At age sixteen, Fahad is forced to spend the summer at the family's feudal estate in upcountry, Pakistan. Rafik, his father, wants to toughen up his sensitive boy, to teach him about power, duty, family—o make him a man. He enlists Ali, a local teenager, in this project, hoping his presence will prove instructive. Instead, over the course of one hot, indolent season, attraction blooms between the two boys, and Fahad finds himself seduced by the wildness of the land and its inhabitants: the people, who revere and revile his father in turn; cousin Mousey, who lives alone with a man he calls his manager; and most of all, Ali, who threatens to unearth all that is hidden.
Decades later, Fahad is living abroad when he receives a call from his mother summoning him home. His return will force him to face the past.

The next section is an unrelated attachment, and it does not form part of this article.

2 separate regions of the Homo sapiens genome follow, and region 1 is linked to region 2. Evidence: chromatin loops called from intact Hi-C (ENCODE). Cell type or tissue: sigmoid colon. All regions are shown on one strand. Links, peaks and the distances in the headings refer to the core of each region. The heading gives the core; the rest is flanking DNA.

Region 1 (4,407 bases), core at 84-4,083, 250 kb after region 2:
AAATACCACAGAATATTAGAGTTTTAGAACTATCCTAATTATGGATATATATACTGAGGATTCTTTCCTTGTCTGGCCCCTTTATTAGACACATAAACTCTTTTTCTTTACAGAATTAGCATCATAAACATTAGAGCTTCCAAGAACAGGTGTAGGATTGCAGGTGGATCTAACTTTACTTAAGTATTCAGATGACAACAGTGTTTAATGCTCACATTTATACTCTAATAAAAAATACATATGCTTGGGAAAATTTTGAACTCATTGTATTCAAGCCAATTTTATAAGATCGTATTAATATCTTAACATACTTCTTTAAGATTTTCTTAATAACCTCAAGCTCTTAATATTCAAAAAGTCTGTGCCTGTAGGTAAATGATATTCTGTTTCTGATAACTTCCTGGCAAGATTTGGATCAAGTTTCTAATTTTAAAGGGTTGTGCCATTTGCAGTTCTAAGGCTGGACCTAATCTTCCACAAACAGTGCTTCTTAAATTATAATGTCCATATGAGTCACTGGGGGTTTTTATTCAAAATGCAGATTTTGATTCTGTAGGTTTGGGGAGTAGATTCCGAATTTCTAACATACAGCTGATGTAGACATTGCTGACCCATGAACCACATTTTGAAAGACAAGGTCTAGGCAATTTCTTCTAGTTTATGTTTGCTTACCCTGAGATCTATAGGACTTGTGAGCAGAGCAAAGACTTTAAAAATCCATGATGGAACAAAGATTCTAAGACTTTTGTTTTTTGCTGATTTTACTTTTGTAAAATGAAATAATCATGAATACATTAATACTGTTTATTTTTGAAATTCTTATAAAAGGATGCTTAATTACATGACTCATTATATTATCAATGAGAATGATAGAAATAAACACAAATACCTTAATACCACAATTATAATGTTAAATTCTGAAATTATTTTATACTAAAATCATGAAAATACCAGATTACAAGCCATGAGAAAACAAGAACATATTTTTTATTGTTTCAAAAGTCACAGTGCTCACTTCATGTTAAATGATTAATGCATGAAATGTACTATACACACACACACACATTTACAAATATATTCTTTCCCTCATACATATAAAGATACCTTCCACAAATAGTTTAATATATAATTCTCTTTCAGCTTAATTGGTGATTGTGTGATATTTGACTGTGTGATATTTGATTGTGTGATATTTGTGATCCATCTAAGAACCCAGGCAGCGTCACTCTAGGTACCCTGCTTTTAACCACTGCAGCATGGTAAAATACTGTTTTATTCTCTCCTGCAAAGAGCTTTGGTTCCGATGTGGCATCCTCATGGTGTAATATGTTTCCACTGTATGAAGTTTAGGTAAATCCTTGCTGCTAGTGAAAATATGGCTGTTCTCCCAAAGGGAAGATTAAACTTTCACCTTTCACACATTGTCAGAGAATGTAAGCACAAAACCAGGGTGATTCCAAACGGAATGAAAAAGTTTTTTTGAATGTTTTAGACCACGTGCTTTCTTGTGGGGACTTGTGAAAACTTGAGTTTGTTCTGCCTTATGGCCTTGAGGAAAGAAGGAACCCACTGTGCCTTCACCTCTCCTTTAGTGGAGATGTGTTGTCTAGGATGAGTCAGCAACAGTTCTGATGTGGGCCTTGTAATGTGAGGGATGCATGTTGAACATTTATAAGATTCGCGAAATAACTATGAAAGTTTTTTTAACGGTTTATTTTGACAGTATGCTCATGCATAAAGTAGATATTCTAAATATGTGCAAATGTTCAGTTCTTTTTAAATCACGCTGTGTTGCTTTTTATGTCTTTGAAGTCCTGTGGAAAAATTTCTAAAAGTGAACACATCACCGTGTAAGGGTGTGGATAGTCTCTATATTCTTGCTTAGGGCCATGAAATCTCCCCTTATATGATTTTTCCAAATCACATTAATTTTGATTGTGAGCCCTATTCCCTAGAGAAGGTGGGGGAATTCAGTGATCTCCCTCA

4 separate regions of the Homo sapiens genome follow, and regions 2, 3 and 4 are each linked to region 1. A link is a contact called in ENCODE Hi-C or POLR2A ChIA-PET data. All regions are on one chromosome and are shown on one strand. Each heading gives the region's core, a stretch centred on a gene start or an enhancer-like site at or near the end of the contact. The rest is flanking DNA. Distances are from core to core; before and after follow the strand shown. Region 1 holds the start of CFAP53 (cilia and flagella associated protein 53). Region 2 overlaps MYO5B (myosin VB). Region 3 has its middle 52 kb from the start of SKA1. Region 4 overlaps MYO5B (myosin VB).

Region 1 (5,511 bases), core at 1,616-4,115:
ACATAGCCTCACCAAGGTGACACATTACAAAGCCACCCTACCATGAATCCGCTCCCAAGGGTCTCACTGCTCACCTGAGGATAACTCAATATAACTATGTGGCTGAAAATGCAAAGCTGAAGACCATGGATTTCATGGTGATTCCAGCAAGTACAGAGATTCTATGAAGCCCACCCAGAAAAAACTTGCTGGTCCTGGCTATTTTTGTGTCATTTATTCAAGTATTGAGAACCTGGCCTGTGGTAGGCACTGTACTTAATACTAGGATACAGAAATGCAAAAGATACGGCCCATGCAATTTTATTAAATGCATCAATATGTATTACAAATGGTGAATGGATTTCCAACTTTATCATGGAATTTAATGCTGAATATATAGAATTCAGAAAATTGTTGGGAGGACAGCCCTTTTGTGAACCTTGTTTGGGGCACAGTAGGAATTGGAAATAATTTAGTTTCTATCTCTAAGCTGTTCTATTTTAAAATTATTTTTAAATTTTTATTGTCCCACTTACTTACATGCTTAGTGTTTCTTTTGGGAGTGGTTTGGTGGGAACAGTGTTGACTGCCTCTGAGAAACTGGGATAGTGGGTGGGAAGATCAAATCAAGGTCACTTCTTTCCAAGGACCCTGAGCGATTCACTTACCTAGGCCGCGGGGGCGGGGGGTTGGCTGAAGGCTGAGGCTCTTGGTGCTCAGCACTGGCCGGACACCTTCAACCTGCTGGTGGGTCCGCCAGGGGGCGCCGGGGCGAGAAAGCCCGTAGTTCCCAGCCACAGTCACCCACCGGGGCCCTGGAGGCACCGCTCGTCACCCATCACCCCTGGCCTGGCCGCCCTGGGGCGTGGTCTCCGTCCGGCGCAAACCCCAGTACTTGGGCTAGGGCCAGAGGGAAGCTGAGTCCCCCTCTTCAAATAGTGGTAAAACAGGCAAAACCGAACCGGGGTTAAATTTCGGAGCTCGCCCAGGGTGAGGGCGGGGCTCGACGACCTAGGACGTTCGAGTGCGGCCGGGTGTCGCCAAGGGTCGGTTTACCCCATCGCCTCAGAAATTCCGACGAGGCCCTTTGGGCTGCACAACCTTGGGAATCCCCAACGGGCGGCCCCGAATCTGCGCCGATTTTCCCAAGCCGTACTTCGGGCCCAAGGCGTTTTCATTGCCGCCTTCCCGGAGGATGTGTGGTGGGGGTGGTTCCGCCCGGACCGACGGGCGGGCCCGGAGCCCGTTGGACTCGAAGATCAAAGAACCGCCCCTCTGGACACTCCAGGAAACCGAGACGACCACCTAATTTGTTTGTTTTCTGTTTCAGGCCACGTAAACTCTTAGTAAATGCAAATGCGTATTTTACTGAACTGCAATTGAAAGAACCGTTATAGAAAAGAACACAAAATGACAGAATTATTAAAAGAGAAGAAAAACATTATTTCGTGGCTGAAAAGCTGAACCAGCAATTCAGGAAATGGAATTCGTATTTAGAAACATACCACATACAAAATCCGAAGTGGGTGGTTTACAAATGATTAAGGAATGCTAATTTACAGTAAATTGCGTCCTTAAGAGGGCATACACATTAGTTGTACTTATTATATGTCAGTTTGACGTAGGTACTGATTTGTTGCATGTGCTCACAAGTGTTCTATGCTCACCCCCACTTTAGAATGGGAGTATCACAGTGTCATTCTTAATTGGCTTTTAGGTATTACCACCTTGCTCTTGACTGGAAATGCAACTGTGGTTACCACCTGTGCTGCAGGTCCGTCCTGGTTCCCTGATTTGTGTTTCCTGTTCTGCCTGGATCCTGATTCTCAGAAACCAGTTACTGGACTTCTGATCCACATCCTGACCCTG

The first half of Other Names for Love is the best half ... Soomro writes clean, vivid sentences and this novel has a certain elegance, but it lacks a worldview and the kind of drilling insights that would take it to another level ... I did not stop, once, to pencil a curse word of admiration in the margins, which sometimes means nothing but sometimes means a lot. When the second half begins to drift, the absence of electric drive-by observation and intellection becomes more apparent.
The novel deftly captures the way the past—both memories and inheritances—informs the present and the future. Despite its concern for the past though, the narrative never feels stalled, moving forward with urgent and emotionally resonant prose ... A deft examination of sexuality, history, and father-son relationships.